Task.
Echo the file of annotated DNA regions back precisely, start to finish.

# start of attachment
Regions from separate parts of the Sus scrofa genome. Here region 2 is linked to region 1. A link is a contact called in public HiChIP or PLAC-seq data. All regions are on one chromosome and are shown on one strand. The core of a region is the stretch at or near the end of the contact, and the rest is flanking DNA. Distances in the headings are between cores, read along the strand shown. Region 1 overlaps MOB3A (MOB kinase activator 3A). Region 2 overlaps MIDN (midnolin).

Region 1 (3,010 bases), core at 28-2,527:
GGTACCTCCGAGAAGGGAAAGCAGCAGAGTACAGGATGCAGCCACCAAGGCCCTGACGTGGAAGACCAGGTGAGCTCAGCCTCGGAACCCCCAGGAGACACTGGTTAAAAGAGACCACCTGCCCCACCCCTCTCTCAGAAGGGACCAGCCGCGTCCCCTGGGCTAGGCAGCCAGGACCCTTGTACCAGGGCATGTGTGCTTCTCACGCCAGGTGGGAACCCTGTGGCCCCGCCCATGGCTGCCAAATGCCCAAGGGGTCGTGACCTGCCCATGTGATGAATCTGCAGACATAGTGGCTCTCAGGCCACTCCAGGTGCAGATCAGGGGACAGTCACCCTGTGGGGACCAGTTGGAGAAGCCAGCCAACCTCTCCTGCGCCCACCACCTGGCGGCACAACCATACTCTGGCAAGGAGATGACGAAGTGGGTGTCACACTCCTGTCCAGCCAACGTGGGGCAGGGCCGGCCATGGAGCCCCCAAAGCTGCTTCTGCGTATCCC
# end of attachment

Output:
Regions from separate parts of the Sus scrofa genome. Here region 2 is linked to region 1. A link is a contact called in public HiChIP or PLAC-seq data. All regions are on one chromosome and are shown on one strand. The core of a region is the stretch at or near the end of the contact, and the rest is flanking DNA. Distances in the headings are between cores, read along the strand shown. Region 1 overlaps MOB3A (MOB kinase activator 3A). Region 2 overlaps MIDN (midnolin).

Region 1 (3,010 bases), core at 28-2,527:
GGTACCTCCGAGAAGGGAAAGCAGCAGAGTACAGGATGCAGCCACCAAGGCCCTGACGTGGAAGACCAGGTGAGCTCAGCCTCGGAACCCCCAGGAGACACTGGTTAAAAGAGACCACCTGCCCCACCCCTCTCTCAGAAGGGACCAGCCGCGTCCCCTGGGCTAGGCAGCCAGGACCCTTGTACCAGGGCATGTGTGCTTCTCACGCCAGGTGGGAACCCTGTGGCCCCGCCCATGGCTGCCAAATGCCCAAGGGGTCGTGACCTGCCCATGTGATGAATCTGCAGACATAGTGGCTCTCAGGCCACTCCAGGTGCAGATCAGGGGACAGTCACCCTGTGGGGACCAGTTGGAGAAGCCAGCCAACCTCTCCTGCGCCCACCACCTGGCGGCACAACCATACTCTGGCAAGGAGATGACGAAGTGGGTGTCACACTCCTGTCCAGCCAACGTGGGGCAGGGCCGGCCATGGAGCCCCCAAAGCTGCTTCTGCGTATCCC